Nicola McDermott shares notebook secrets after Olympic medal

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·Sports Reporter
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Nicola McDermott's notebook became subject to intense interest among Australian fans as she competed at the Tokyo Olympics.
Aussie sporting fans were keen to know what high jump silver medallist Nicola McDermott was writing in her notebook after each of her attempts at the Tokyo Olympics. Pictures: Getty Images

As Nicola McDermott thrilled Australian sports fans with her incredible performance in the high jump at the Tokyo Olympics, there was one question on everyone's mind.

Just what was she writing in her journal after every jump?

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Viewers quickly picked up that after each of McDermott's attempts, she would pick up a green journal and start scribbling away.

As the 24-year-old jumped her way into medal contention, setting a new Australian record in the process, more and more fans wanted to know what she was writing down.

Fortunately for the curious viewers at home, the elated McDermott was happy to reveal that secret.

"I was giving myself a rating out of 10 for every single component of the jump," she said.

"By the last time, that was my highest, I gave myself 10 out of 10 but I still had work to do.

“Writing on a T-shirt is another process of my athletics processing. I was writing each time I jumped a bar, it allowed me to zone off and go, ‘What do I need to work on?’ rather than get carried away by the emotion because after I cleared the 2m it was tempting to back off.

“But I just kept going and going because I knew I had things to work on.”

Not only did McDermott set a new Australian record mark of 2.02 metres, she also became the first Australian woman to clear the 2m mark at an Olympic Games.

She also became the first Australian woman to win a medal in the event since Michele Brown in 1964 - which also happened in Tokyo.

McDermott thanked her coach of 14 years, Matt Horsell, in her post-event interview.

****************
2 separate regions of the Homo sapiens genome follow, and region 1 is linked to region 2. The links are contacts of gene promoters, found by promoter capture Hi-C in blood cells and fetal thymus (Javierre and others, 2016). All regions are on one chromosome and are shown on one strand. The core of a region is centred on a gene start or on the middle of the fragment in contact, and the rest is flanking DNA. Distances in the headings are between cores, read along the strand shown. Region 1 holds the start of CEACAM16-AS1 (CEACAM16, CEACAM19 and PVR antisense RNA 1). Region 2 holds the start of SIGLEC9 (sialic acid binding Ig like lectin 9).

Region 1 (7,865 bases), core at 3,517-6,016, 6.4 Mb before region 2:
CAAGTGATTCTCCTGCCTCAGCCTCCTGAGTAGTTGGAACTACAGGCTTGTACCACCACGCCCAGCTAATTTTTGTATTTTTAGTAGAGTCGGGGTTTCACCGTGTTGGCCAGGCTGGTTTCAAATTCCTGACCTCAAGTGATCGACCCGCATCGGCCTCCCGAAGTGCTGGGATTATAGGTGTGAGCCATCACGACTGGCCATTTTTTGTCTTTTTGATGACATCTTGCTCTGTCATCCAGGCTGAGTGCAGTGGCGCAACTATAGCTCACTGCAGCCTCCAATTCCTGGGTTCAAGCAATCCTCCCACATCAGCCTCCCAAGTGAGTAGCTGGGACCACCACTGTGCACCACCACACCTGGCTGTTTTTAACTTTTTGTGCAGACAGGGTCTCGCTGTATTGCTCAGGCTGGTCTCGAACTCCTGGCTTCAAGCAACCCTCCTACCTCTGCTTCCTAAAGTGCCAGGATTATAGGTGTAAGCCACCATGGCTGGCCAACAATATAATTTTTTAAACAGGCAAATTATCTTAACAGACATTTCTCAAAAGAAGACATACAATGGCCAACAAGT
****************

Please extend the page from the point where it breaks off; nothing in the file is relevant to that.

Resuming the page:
“For Matt, he was a local coach, he rose every time I rose. Every time I went overseas he came with me,” McDermott said.

“He has now become one of the most well-renowned coaches because of his humility, his encouragement and passion. He still has a day job, he is not a full-time coach.

“We fit it in around his work because as athletes we do not make wages and stuff. We have to do what we do. He has been the most passionate and encouraging person. I think this medal is just a drop in the ocean of really what he is capable of. I am so proud.”

Nicola McDermott sets new Australian record en route to high jump silver

The NSW jumper became the first Australian to break the 2.00m barrier at the Australian Olympic trials in April and improved the national record to 2.01m at the Stockholm Diamond League meet last month.

Now the national record sits at 2.02m, but with McDermott and Eleanor Patterson - who was fifth in the Olympic final in 1.96m - both in career-best form, it could well be raised even further in the near future.

Patterson won the 2014 Commonwealth Games gold medal as a teenager but was almost lost to the sport after failing to even qualify for the 2018 Commonwealth Games on the Gold Coast.

But she has been rejuvenated after moving to Sydney and linking up with coach Alex Stewart, who also mentors Australia's leading male high jumper Brandon Starc.

McDermott's silver was the third medal won by the Australian track and field team in Tokyo.

The gold went to Russian Mariya Lasitskene, the three-time world champion.

The 28-year-old Lasitskene won gold with 2.04m on what was a belated Olympic debut after the Russian track and field federation was banned from the 2016 Rio Games for systematic doping.

Decathlete Ash Moloney and javelin thrower Kelsey-Lee Barber both won bronzes.

With AAP

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